Yesterday, 17 July, my wife and I celebrated the thirtieth anniversary of our marriage by going to dinner at a The Bistro, a local establishment in Oswego, New York, our city of residence, where we have previously had pleasant experiences. Not the least part of that pleasure is the affability of the establishment’s bartender, Mark, whom I know also from Old City Hall, where we both like to drink. Mark, a former SUNY Oswego Philosophy major, is a friendly acquaintance.
In any case, I tried to dress for the occasion. It was too hot and muggy for a jacket but I wore a black tuxedo-style shirt with a bow tie and I sported my new hat, a white Panama with the characteristic broad brim and a black band. When we decided to eat at the bar, I put the hat on the table behind us, where, of course, I failed to retrieve it when we got up to leave. (The two Martinis might have had something to do with it.)
Not only did I leave the hat behind, but I forgot it entirely. Then, around ten o’clock this morning, my telephone (yes – I maintain a land line) rang and when I picked it up I recognized the voice of my friend Dick Fader, who is also a regular at Old City Hall. Dick told me that he had just received a telephone call from Mark (my number not being known to him), and that Mark had told him (that is, Dick) that he (that is, Mark) had rescued my hat when he left work, and that he had left it for me at Old City Hall.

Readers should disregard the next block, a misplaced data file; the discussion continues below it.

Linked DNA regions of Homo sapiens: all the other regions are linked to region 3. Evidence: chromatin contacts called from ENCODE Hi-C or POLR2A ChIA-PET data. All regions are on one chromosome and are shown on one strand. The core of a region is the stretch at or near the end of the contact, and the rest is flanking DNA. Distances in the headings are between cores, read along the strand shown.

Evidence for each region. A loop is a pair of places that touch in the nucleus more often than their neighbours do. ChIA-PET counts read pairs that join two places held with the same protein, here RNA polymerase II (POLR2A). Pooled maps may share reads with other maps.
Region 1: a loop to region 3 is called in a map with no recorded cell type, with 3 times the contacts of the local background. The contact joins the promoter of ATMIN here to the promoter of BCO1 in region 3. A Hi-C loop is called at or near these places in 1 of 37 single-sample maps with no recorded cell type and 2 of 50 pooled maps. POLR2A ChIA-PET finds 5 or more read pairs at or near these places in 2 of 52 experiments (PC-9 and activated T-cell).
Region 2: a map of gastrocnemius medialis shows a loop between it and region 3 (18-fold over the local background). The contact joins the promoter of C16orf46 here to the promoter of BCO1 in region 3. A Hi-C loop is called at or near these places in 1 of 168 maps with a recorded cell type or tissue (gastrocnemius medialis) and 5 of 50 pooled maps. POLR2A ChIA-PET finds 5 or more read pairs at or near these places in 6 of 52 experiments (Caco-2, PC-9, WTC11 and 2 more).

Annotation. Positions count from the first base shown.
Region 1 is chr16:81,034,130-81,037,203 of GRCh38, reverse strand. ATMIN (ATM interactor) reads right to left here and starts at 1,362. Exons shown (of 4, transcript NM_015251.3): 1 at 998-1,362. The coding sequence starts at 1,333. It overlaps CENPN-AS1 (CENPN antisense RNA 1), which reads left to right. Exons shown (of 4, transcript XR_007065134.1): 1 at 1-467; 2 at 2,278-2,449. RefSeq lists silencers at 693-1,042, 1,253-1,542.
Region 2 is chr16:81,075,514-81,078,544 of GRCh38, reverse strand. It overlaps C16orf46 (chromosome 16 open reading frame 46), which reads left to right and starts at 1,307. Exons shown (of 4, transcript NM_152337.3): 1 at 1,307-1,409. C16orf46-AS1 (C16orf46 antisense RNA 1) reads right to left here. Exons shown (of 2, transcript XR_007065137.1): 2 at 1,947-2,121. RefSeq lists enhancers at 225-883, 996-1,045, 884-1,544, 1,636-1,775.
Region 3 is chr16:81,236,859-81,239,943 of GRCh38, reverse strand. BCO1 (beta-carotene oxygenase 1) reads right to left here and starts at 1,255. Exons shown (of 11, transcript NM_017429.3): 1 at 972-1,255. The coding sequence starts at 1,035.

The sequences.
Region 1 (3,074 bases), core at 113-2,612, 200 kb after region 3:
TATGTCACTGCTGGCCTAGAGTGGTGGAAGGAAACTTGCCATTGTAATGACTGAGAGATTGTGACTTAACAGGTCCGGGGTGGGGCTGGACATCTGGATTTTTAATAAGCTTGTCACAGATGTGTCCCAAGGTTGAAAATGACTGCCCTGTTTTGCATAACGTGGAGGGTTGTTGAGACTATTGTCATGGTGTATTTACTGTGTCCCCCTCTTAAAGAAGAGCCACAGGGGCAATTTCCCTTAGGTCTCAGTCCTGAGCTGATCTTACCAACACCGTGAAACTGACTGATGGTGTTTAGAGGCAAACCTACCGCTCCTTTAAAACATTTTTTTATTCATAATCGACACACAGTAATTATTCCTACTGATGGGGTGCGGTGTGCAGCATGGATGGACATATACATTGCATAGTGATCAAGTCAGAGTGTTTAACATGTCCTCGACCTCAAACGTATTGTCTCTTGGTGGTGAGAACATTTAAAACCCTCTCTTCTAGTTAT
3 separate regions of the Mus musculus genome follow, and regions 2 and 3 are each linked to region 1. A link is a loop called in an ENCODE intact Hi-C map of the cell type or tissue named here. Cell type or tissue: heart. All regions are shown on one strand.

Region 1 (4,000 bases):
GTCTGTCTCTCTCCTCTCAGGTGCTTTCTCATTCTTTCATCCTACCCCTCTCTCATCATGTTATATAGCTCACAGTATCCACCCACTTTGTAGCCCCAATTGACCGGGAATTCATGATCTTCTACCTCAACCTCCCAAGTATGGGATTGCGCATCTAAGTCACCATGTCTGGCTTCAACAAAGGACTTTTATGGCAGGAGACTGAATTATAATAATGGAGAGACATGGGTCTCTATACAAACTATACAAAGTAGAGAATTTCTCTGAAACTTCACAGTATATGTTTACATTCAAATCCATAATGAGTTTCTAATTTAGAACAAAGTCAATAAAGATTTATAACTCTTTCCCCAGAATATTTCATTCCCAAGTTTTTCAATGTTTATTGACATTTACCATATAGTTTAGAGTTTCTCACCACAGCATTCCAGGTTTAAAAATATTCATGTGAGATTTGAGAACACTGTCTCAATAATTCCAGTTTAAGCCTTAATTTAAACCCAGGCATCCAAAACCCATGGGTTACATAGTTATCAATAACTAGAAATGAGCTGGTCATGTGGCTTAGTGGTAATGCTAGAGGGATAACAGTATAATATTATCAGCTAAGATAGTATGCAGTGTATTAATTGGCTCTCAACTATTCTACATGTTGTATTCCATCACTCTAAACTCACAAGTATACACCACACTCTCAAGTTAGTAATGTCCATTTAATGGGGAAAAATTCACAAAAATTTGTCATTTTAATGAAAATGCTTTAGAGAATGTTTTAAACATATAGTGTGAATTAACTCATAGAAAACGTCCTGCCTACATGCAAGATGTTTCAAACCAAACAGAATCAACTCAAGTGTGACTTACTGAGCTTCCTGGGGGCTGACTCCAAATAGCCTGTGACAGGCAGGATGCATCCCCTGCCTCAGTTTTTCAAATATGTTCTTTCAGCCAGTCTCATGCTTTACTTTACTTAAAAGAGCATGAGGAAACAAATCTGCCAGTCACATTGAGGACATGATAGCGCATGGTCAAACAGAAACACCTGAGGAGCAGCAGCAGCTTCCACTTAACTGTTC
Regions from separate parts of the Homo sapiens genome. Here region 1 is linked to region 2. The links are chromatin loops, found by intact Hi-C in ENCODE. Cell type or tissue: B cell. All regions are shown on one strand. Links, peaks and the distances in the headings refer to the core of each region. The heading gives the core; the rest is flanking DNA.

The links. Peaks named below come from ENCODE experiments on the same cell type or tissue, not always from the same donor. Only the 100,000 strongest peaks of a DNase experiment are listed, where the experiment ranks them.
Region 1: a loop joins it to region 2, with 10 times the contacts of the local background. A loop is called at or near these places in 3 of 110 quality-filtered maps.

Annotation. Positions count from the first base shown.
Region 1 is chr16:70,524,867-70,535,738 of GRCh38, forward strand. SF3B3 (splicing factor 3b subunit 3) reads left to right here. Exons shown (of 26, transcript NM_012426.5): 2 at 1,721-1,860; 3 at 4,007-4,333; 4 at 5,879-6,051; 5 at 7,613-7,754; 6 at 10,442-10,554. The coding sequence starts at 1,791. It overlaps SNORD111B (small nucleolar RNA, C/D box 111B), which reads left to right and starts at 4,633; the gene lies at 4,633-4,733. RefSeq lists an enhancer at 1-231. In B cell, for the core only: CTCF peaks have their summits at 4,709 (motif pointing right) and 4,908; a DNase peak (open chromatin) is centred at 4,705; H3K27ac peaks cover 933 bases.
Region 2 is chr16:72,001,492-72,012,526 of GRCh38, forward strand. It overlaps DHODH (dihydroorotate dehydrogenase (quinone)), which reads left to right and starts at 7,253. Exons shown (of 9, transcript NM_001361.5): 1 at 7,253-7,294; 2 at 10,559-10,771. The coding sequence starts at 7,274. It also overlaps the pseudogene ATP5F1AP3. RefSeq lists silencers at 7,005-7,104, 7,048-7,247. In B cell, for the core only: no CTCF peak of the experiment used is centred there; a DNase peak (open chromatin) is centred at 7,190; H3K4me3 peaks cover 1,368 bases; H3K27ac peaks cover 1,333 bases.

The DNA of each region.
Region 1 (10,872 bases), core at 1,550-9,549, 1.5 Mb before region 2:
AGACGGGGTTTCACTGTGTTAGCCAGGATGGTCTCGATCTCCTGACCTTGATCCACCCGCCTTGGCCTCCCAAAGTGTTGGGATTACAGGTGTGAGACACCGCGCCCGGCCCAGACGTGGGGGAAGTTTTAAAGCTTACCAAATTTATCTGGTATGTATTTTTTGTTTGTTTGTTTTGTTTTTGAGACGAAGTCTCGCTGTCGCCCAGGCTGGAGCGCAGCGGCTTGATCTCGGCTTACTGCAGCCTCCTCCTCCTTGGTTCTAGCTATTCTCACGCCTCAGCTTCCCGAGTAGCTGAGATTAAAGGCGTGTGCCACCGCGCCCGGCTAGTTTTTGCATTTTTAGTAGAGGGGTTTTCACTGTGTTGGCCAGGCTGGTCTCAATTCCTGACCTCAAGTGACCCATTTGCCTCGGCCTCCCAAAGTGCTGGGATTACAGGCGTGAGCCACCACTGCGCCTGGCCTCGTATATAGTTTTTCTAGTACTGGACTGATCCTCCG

I thanked Dick for passing along the message and when I was out in the car running my daily errands, I stopped in at Old City Hall to ask after the object. Alison, the waitress on duty during the lunch-shift, kindly went looking for it, but could not find it. I thought to myself, well, maybe Dick got the message a bit mixed up and the hat is still at The Bistro with Mark. Now, having remembered my hat, I wanted not to lose it.
The Bistro opens for business at four, but I knew that Mark would be in at three setting things up. He was and I knocked on the door. I said, “Dick told me you rescued my hat.” “Yes,” he answered, “but I hadn’t been by Old City Hall yet when you made your earlier visit.” Mark knew of my earlier visit because Alison had told him about it. Old City Hall lies about a hundred paces from The Bistro, so I walked there and as soon as Alison saw me, she reached behind the counter and returned the item too me. She had placed it neatly in a large plastic bag – the kind that they use for take-out orders – so that it would not accidentally get dirtied.
Does my little story have a moral? Only that if it had been Syracuse, the regional capitol of virtue-signaling diversity, instead of bland, we’re-all pretty-much-the-same Oswego my hat would simply have disappeared. The difference between Syracuse and Oswego is that the former is relatively large (250,000 or so) and Oswego is relatively small (16,000 or so). Small is beautiful.